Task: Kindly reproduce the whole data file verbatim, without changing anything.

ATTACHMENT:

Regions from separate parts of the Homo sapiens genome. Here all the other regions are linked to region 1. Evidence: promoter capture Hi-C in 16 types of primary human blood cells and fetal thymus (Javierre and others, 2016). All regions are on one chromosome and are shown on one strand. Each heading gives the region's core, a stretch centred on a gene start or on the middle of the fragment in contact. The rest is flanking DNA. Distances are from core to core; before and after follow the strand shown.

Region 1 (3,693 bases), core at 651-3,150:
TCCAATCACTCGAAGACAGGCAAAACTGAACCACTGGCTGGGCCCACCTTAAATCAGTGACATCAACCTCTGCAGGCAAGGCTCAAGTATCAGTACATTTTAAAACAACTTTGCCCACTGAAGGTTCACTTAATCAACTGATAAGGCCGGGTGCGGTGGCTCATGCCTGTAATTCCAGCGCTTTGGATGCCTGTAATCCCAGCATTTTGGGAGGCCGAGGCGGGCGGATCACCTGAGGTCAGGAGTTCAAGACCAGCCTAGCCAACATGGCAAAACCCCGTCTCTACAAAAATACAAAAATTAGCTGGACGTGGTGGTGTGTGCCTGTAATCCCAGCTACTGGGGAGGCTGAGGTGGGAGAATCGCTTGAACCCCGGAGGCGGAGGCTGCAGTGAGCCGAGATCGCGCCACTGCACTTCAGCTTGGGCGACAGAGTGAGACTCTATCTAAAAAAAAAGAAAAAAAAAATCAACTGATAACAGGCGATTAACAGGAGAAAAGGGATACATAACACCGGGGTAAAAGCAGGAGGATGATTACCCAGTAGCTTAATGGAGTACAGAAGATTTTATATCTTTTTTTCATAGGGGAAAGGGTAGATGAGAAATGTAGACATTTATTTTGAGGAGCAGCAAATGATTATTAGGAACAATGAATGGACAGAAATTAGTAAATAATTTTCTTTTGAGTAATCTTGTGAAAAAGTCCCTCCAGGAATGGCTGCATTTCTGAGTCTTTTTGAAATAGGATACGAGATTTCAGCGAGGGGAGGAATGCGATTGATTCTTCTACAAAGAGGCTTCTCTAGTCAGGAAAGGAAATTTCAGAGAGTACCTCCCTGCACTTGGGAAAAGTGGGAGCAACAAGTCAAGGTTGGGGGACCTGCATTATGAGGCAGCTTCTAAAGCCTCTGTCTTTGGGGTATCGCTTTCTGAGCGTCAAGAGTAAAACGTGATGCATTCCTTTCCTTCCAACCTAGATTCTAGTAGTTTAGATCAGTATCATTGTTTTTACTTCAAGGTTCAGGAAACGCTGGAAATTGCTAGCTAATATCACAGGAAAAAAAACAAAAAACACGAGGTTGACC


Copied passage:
Regions from separate parts of the Homo sapiens genome. Here all the other regions are linked to region 1. Evidence: promoter capture Hi-C in 16 types of primary human blood cells and fetal thymus (Javierre and others, 2016). All regions are on one chromosome and are shown on one strand. Each heading gives the region's core, a stretch centred on a gene start or on the middle of the fragment in contact. The rest is flanking DNA. Distances are from core to core; before and after follow the strand shown.

Region 1 (3,693 bases), core at 651-3,150:
TCCAATCACTCGAAGACAGGCAAAACTGAACCACTGGCTGGGCCCACCTTAAATCAGTGACATCAACCTCTGCAGGCAAGGCTCAAGTATCAGTACATTTTAAAACAACTTTGCCCACTGAAGGTTCACTTAATCAACTGATAAGGCCGGGTGCGGTGGCTCATGCCTGTAATTCCAGCGCTTTGGATGCCTGTAATCCCAGCATTTTGGGAGGCCGAGGCGGGCGGATCACCTGAGGTCAGGAGTTCAAGACCAGCCTAGCCAACATGGCAAAACCCCGTCTCTACAAAAATACAAAAATTAGCTGGACGTGGTGGTGTGTGCCTGTAATCCCAGCTACTGGGGAGGCTGAGGTGGGAGAATCGCTTGAACCCCGGAGGCGGAGGCTGCAGTGAGCCGAGATCGCGCCACTGCACTTCAGCTTGGGCGACAGAGTGAGACTCTATCTAAAAAAAAAGAAAAAAAAAATCAACTGATAACAGGCGATTAACAGGAGAAAAGGGATACATAACACCGGGGTAAAAGCAGGAGGATGATTACCCAGTAGCTTAATGGAGTACAGAAGATTTTATATCTTTTTTTCATAGGGGAAAGGGTAGATGAGAAATGTAGACATTTATTTTGAGGAGCAGCAAATGATTATTAGGAACAATGAATGGACAGAAATTAGTAAATAATTTTCTTTTGAGTAATCTTGTGAAAAAGTCCCTCCAGGAATGGCTGCATTTCTGAGTCTTTTTGAAATAGGATACGAGATTTCAGCGAGGGGAGGAATGCGATTGATTCTTCTACAAAGAGGCTTCTCTAGTCAGGAAAGGAAATTTCAGAGAGTACCTCCCTGCACTTGGGAAAAGTGGGAGCAACAAGTCAAGGTTGGGGGACCTGCATTATGAGGCAGCTTCTAAAGCCTCTGTCTTTGGGGTATCGCTTTCTGAGCGTCAAGAGTAAAACGTGATGCATTCCTTTCCTTCCAACCTAGATTCTAGTAGTTTAGATCAGTATCATTGTTTTTACTTCAAGGTTCAGGAAACGCTGGAAATTGCTAGCTAATATCACAGGAAAAAAAACAAAAAACACGAGGTTGACC